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Report Reveals Police Rarely Reopen Cases After Death Row Exonerations

Posted: October 30, 2003
A report in the Chicago Tribune reveals that police and prosecutors rarely pursue new leads and suspects after a wrongly convicted defendant has been exonerated of the crime and released from death row. As a result, few suspects are brought to justice for crimes once considered so heinous that they were worthy of the death penalty, and the actual perpetrators remain in society to potentially commit additional crimes. The Tribune report noted that court records indicate that an alternate suspect was identified in dozens of cases that resulted in
 

NEW RESOURCE: Law Review Features American Bar Association's Defense Counsel Guidelines

Posted: October 28, 2003
A special edition of the Hofstra Law Review features an in-depth look at the American Bar Association's Guidelines for the Appointment and Performance of Defense Counsel in Death Penalty Cases. The law review examines the ABA's revised defense counsel guidelines that were approved on February 10, 2003, and it contains articles based on an October 2003 conference at Hofstra University during which all death penalty jurisdictions were urged to implement the revised guidelines. The ABA's guideline recommendations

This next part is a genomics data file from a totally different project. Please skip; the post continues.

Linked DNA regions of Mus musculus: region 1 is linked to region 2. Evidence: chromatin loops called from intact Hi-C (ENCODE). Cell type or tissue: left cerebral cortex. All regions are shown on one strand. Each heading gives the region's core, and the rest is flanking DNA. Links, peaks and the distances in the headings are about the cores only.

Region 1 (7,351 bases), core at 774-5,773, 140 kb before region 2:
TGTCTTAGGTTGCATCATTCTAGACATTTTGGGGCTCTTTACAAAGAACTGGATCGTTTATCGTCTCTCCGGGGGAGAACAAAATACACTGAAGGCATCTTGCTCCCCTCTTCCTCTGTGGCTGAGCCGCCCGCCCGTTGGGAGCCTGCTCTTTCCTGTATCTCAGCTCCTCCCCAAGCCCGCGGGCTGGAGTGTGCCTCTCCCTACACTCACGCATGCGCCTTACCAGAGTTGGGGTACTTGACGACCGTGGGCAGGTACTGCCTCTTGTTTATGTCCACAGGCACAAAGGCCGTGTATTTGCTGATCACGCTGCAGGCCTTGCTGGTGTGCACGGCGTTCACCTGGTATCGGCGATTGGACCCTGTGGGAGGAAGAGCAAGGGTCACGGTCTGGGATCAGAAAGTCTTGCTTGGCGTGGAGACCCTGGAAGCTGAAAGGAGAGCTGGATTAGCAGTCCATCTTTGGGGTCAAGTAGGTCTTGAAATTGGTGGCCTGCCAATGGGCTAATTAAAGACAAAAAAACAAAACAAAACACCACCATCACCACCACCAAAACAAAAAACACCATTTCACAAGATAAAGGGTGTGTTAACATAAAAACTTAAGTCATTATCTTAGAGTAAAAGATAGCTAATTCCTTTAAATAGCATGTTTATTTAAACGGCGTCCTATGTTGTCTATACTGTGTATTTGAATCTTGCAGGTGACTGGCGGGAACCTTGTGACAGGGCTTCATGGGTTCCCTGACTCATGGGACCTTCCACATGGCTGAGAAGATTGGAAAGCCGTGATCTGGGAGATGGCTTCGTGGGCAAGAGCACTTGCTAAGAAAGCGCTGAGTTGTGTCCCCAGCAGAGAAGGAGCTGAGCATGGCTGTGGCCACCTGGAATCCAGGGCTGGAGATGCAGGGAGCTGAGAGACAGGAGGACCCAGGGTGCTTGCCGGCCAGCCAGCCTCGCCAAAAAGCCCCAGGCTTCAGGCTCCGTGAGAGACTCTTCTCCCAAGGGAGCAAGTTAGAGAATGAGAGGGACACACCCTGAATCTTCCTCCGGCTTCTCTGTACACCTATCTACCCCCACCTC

President Carter Calls on U.S. to Protect Children's Rights

Posted: October 28, 2003
In a speech urging U.S. leaders to ratify the United Nation's Convention on the Rights of the Child (CRC), which forbids the execution of juvenile offenders, President Jimmy Carter noted that the United States and Somalia are the only two countries in the U.N. that have not approved the guidelines. "My wife (Rosalyn) writes letters to the governors of each state when a child is going to be executed," Carter noted as he praised his wife's work to end the juvenile death penalty.  Carter added that America's objection
 

President Carter Calls on U.S. to Protect Children's Rights

Posted: October 28, 2003
In a speech urging U.S. leaders to ratify the United Nation's Convention on the Rights of the Child (CRC), which forbids the execution of juvenile offenders, President Jimmy Carter noted that the United States and Somalia are the only two countries in the U.N. that have not approved the guidelines. "My wife (Rosalyn) writes letters to the governors of each state when a child is going to be executed," Carted noted as he praise his wife's work to end the juvenile death penalty.  Carter noted that America's objection
 

President Carter Calls on U.S. to Protect Children's Rights

Posted: October 28, 2003
In a speech urging U.S. leaders to ratify the United Nation's Convention on the Rights of the Child (CRC), which forbids the execution of juvenile offenders, President Jimmy Carter noted that the United States and Somalia are the only two countries in the U.N. that have not approved the guidelines. "My wife (Rosalyn) writes letters to the governors of each state when a child is going to be executed," Carted noted as he praise his wife's work to end the juvenile death penalty.  Carter noted that America's objection